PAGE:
12. Shellfish

Indulge in any shellfish you’d like without worrying that it’s going to wreck your no-carb plan. Crab, lobster, and shrimp are the three most popular shellfish you’ll find in restaurants. This makes a great choice when dining out. Eating at restaurants can present the biggest challenge to those looking to limit their carbohydrates, as nearly everything on the menu will be laden with carbs. But between fish, mollusks, and shellfish you can pretty much go on a seafood kick, dunking it all in melted butter without concern that it’s ruining your plan at eating low carb. Just steer clear of the Cheddar Bay biscuits if you go to Red Lobster, at 16 grams of carbs per biscuit even one could spoil a day’s worth of carb consciousness.

13. Organ Meats

Organ meats from any animal will be free of carbs, including liver, hearts, kidneys, tongue, brain, and even tripe. These may not sound like the most appetizing foods to eat if you’re not used to eating them, but there are lots of ways to cook them up so that you might forget what you’re eating because they taste so good. Just a few generations ago organ meats were much more prevalent in everyday cooking than they are today. They have fallen out of favor as people tend to prefer ground beef, and chicken breast, thighs, and drumsticks over anything internal.

pork is zero carb

14. Pork

Pork contains only a trace amount of carbohydrates, not enough to disqualify it from being on our zero carb food list. It is often found on the approved foods list for many of the most popular low-carb diet plans out there. Pork comes in many varieties, so it is a very versatile food for you to enjoy that won’t set you back in the carbs department. You’ll want to check with your specific diet plan to see if pork is something you should be eating or not. It tends to be very fatty, and many varieties undergo a curing process which introduces extra sodium and nitrates to the meat.

15. Veal

Veal may be one meat that you don’t want to add to the list, but moral dilemmas aside it is carb-free. There are actually several good qualities of veal, if you can get past where it comes from. Compared to beef it is generally more flavorful and tender while remaining a lean meat. It still provides plenty of protein and minerals, making it a better choice if you’re looking for the best taste sensation. Of course, it is also typically more expensive than beef, so it may not be something you move into your regular rotation.

Users Comments:

  • Anita

    You left out goat meat. Langston University in Oklahoma did research on goat meat and milk back in the 1980’s and found that it’s even more healthy for you than chicken. Goats are browers, not grazers, and tend to get more minerals, etc. from tree bark, vines, etc. than grazers like cattle and sheep get from grass. Goats also utilize the beta-carotene in the green foods better than cattle so their milk is pure white, without the yellow caste you can sometimes see in raw cow milk. Goat meat is becoming more popular and easier to get, especially when compared to meats such as goose. Milk fed kids are amazingly tender and mild – even better than veal. And you don’t have to worry about how the kids were raised, like you do veal calves, as kids are left on their mothers to nurse until they are ready to butcher.

  • Well Then

    Okay, so in short: meat is carb free. You’ve named every meat commonly eaten in western society (and a few others) as carb free, which could have been summed up by myfirst sentence. It’d be nice to see a list with other food groups.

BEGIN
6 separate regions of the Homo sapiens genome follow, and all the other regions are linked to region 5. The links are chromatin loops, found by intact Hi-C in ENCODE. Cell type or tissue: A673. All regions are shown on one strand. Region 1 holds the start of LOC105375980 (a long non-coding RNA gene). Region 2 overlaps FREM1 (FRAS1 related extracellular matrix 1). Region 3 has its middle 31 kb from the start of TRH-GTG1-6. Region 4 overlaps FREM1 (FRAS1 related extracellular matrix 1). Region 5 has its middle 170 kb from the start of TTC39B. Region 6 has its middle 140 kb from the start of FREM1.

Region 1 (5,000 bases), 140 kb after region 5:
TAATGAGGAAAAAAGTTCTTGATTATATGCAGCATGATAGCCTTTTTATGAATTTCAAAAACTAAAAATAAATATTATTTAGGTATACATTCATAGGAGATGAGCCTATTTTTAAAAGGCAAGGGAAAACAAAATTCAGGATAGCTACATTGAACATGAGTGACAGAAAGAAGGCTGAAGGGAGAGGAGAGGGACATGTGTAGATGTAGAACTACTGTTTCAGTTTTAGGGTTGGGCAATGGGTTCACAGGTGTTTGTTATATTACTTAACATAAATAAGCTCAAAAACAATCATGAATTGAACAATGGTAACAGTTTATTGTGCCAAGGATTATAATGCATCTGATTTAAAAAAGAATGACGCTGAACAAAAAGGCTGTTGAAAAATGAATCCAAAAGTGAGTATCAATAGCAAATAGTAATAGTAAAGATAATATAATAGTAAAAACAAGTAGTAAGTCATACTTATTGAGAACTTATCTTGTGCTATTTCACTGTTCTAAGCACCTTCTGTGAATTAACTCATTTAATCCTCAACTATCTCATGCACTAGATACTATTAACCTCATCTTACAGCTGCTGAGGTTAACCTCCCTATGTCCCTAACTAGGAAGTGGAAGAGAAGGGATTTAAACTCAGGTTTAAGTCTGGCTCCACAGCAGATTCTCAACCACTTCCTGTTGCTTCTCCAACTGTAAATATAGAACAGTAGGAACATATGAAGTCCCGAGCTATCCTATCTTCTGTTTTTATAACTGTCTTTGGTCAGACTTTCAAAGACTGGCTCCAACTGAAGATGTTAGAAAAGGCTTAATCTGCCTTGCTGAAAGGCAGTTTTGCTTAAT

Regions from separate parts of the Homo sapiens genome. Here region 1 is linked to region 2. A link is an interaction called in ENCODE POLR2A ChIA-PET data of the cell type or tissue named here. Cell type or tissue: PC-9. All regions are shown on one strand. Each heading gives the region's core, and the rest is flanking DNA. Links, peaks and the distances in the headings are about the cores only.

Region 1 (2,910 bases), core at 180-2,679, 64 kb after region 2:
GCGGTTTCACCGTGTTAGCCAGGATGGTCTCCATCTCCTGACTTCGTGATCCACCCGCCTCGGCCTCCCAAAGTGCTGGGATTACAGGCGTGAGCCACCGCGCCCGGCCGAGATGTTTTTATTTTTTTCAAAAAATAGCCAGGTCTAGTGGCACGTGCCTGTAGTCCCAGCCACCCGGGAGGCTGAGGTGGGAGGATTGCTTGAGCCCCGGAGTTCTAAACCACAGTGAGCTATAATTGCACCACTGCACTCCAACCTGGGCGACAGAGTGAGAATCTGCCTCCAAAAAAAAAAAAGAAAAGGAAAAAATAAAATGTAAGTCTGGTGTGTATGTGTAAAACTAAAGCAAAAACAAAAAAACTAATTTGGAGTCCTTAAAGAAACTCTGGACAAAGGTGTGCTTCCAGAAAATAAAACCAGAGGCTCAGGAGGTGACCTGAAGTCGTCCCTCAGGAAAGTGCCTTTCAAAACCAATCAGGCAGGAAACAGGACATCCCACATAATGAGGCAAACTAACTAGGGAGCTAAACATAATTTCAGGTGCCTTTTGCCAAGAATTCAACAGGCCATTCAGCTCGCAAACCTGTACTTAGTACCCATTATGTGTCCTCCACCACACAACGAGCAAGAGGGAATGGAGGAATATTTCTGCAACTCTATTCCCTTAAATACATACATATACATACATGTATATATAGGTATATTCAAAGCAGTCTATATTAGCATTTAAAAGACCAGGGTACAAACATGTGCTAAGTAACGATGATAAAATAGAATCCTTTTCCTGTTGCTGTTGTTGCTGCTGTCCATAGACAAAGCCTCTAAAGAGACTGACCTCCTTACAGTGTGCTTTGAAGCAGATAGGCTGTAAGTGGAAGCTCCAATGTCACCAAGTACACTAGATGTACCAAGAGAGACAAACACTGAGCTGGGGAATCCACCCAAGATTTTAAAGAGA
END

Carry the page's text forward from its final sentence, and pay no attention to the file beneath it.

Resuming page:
• Douglas

    What about quail? Or Emu? Crocodile? The Chinese love donkey! Many cultures consume dog, or even rats! Deep fried insects. Kangaroo? Don’t forget pigeon!!!
    So much meat, so little time.

    • Penny

      You’ve forgotten cats – many people eat them too and please don’t forget to mention the fact that many cultures boil cats and dogs alive – such cruelty is totally unacceptable to me

  • anonymous

    this is gross – what about for a vegetarian?

    • DKP

      From a Insulin Diabetic:

      For both Low or No Carb and Low Cost:
      >Try your Plain Salads and V&O- I buy mine at McD’s and BK , Daily Salad for $1 with a Double Burger W/O the Bun, ask for Fork /knife.
      > Pork is another> Hot Dogs, Brats with MUSTARD..Only
      anytime My BG’s are at or above 175 I have to Eat Low or No Carb..for the next 2 hrs until my Correction Bolus of Insulin gets it down..

  • linda

    thats ok but not for me i’m vegitarian what can i eat ?

  • ben

    this is incorrect. mollusks have quite a few carbs, especially clams mussels and oysters. please fact check.

  • Liz

    I have found huge list of zero & low carb foods in andriod play store. It has 2k plus food items with zero carb.
    you will really found it useful.

  • brandy

    I have heard organ meat also has carbs.It has something to do with rigor mortis and carbs
    being burnt out of muscle tissue after death. Some organs aren’t muscle so they don’t use up the stored carbs when rigor mortis sets in.

    Here is something I copied that explains it better…supermarket meats contained almost no carbohydrate for a basic physiologic reason – rigor mortis – a condition in which the muscles go into rigid contraction for the few minutes and hours after death. The fuel that supplies rigor mortis is stored muscle glycogen, and once this fuel is expended, rigor mortis resides and muscle meats contain virtually zero glycogen and hence zero carbohydrate.
    Liver in mammals escapes rigor mortis and typically contains about 5% carbohydrate. Fish flesh contains virtually no carbohydrate. Not so for shellfish Shrimp,scallops,clams and oysters have carbs.

  • josh

    typo….”recommend it over lils like vegetable oil or soybean oil”…lils should be oil? Good article though, thanks.

  • Andy

    Why don’t you just remove this article and start over? I agree with other comments that pure meats (nothing added) are carb-free. However, the rest of the commenters are making fun, being sarcastic, but all in a way to say the same thing: Meats are carb-free. We’ve redundantly approached redundancy, so take this article down, re-post “Meats are carb-free” as point number 1 with a few sentences of explanation about proteins in general, and then list 14 other points that include foods from other foods (not meat). Thank you.

  • OKays

    “15 foods that are all meat because I like to make lists about stuff and research is boring”